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The effect of immunoregulation of Streptococcus lactis L16 strain upon Staphylococcus aureus infection

Overview of attention for article published in BMC Microbiology, June 2017
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Title
The effect of immunoregulation of Streptococcus lactis L16 strain upon Staphylococcus aureus infection
Published in
BMC Microbiology, June 2017
DOI 10.1186/s12866-017-1038-y
Pubmed ID
Authors

Maopeng Wang, Shengjie Gong, Shouwen Du, Yilong Zhu, Fengjun Rong, Rongrong Pan, Yang Di, Chang Li, Dayong Ren, Ningyi Jin

Abstract

Staphylococcus aureus is an important pathogen that causes various infections in medical facilities. However, resistance to multiple drugs has made this infection difficult to manage. Thus, new therapeutic strategies are urgently needed to solve this worldwide public health problem. The Streptococcus lactis L16 strain was isolated from the fermented hot chili sauce. To explore whether it can be used as a protective agent against S. aureus infection, we designed a mouse model of S. aureus infection to evaluate the therapeutic potency of S. lactis. Mice were grouped into pre-(P) and post-(T) S. aureus infection groups following oral administration of S. lactis L16. The protection and treatment effects were assessed by examining body weight, internal organ weight, serum cytokines and intestinal secretory IgA alternations. Oral administration of the S. lactis L16 strain reduced the loss of body weight in mice post-infection and alleviated infection-induced hepatomegaly. In particular, the PL16 group (protection with L16) showed more effective resistance to S. aureus than the TL16 group (treatment with L16). The level of serum cytokine interferon gamma following oral administration of the L16 strain was remarkably increased during infection, as were interleukin-4 levels during convalescence. The probiotic L16 strain induced more sIgA production than S. aureus. Our data suggest that S. lactis L16 is an effective strain with anti-Staphylococcus activity. By regulating the Th1/Th2 response, S. lactis can effectively reduce lesions from infection, indicating its therapeutic potential in overcoming antibiotic resistance in this mouse infection model that mimics infections observed in humans.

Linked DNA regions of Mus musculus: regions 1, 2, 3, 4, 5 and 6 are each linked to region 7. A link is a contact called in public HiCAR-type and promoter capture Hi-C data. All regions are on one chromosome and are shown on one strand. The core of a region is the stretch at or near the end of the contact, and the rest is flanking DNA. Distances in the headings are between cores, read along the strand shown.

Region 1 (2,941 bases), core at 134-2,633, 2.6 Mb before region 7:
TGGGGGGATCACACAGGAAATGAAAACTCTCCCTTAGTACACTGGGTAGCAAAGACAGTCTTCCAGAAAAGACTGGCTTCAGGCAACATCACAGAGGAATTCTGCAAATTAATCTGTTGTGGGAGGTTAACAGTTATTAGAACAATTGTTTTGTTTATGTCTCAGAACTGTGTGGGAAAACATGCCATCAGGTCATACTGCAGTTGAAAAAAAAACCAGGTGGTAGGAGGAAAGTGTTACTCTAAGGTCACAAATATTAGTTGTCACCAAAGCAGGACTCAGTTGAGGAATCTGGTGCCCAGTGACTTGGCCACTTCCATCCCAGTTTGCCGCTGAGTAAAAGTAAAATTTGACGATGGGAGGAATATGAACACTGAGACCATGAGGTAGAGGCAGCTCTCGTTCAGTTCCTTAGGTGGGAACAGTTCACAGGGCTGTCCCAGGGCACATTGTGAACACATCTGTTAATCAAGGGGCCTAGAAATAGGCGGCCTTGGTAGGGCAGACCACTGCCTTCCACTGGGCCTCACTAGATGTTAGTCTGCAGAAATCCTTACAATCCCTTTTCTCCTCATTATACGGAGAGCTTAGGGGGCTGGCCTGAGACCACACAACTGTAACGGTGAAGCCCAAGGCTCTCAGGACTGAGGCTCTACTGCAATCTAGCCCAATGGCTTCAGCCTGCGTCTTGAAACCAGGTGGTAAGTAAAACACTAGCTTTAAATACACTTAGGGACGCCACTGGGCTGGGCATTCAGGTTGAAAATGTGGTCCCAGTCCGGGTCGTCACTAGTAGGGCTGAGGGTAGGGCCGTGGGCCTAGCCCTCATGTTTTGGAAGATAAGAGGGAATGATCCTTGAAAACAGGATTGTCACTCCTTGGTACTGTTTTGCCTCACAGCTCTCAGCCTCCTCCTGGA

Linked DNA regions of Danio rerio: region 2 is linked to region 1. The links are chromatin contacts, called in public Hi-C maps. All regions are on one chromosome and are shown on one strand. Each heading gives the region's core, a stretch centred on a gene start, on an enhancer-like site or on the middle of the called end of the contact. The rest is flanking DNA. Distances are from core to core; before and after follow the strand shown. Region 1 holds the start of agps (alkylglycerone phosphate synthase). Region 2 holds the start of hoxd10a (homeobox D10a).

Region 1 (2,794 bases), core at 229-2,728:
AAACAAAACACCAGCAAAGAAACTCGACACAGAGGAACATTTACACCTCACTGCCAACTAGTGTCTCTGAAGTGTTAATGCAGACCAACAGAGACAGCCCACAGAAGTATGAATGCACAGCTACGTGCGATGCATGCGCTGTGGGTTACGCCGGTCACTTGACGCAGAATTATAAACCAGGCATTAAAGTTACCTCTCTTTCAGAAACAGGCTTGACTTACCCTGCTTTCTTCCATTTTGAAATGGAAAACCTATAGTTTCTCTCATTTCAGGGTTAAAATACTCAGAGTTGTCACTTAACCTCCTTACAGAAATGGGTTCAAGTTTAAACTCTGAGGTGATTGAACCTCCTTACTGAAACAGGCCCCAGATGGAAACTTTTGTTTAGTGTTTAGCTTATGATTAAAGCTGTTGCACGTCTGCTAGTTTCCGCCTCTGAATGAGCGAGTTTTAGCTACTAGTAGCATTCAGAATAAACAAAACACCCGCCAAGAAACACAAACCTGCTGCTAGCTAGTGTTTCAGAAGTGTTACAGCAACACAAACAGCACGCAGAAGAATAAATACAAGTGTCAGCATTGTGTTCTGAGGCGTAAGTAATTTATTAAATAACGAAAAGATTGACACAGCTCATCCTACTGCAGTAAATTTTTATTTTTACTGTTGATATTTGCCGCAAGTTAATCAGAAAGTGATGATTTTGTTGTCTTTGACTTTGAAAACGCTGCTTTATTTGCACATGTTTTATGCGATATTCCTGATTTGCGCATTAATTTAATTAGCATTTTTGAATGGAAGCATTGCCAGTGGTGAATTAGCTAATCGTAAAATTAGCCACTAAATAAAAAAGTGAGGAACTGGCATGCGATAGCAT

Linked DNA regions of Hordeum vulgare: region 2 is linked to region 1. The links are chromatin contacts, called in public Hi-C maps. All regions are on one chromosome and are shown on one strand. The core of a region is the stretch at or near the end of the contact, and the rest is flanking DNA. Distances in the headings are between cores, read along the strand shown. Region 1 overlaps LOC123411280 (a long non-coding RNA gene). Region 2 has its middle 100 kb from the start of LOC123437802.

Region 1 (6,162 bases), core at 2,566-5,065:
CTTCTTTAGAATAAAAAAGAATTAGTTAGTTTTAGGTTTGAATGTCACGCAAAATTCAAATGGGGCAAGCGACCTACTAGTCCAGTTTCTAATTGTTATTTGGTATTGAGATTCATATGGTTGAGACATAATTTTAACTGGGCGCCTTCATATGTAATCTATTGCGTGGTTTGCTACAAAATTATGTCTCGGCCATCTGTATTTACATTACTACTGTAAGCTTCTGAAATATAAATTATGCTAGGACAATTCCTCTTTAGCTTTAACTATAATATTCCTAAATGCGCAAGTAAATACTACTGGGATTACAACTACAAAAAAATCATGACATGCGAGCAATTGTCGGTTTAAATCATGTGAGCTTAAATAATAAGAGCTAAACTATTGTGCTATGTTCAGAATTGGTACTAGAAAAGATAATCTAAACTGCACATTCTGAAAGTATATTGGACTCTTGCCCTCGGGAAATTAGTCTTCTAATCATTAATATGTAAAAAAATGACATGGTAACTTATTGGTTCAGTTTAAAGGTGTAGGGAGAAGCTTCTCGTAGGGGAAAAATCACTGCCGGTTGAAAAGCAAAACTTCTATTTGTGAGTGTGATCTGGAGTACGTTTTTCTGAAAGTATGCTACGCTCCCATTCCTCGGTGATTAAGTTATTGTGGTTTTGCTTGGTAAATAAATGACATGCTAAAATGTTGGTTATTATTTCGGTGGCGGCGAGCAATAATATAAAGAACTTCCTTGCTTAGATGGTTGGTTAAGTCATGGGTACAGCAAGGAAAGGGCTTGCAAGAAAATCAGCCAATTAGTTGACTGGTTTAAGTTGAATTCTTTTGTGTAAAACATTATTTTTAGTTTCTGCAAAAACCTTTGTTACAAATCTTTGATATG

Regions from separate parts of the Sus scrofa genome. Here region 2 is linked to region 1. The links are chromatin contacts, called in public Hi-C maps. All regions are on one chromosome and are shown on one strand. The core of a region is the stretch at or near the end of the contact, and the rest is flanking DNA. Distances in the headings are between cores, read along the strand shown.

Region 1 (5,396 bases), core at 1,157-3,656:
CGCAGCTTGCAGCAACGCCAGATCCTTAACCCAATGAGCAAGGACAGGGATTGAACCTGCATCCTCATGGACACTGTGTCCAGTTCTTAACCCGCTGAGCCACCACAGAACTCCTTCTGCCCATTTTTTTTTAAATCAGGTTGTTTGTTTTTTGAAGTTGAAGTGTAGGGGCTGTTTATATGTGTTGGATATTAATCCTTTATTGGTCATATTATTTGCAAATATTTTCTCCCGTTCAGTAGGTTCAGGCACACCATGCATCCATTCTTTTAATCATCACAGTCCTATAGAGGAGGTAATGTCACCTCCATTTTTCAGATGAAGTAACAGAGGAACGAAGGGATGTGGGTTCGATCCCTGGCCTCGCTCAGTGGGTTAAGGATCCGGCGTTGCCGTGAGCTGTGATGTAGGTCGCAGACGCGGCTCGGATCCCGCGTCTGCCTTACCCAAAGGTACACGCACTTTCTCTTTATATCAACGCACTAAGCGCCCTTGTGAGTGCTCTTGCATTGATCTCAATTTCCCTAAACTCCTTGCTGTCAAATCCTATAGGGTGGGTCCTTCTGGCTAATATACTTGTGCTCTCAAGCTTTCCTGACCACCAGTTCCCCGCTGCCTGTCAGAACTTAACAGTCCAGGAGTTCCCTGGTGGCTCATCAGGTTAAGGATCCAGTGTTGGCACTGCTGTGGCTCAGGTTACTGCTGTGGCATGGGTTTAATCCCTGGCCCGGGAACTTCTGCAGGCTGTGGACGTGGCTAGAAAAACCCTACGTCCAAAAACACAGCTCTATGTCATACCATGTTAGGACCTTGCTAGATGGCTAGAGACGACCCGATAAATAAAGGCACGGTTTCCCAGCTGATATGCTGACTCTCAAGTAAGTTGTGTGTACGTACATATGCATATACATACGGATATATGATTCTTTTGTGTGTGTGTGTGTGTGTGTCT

Twitter Demographics

The data shown below were collected from the profiles of 2 tweeters who shared this research output. Click here to find out more about how the information was compiled.

Mendeley readers

The data shown below were compiled from readership statistics for 12 Mendeley readers of this research output. Click here to see the associated Mendeley record.

Geographical breakdown

Country Count As %
Unknown 12 100%

Demographic breakdown

Readers by professional status Count As %
Other 3 25%
Researcher 2 17%
Student > Bachelor 1 8%
Student > Doctoral Student 1 8%
Student > Ph. D. Student 1 8%
Other 2 17%
Unknown 2 17%
Readers by discipline Count As %
Medicine and Dentistry 3 25%
Agricultural and Biological Sciences 2 17%
Biochemistry, Genetics and Molecular Biology 1 8%
Immunology and Microbiology 1 8%
Veterinary Science and Veterinary Medicine 1 8%
Other 0 0%
Unknown 4 33%

Attention Score in Context

This research output has an Altmetric Attention Score of 1. This is our high-level measure of the quality and quantity of online attention that it has received. This Attention Score, as well as the ranking and number of research outputs shown below, was calculated when the research output was last mentioned on 05 June 2017.
All research outputs
#9,995,118
of 12,488,061 outputs
Outputs from BMC Microbiology
#1,262
of 1,839 outputs
Outputs of similar age
#192,622
of 266,184 outputs
Outputs of similar age from BMC Microbiology
#1
of 1 outputs
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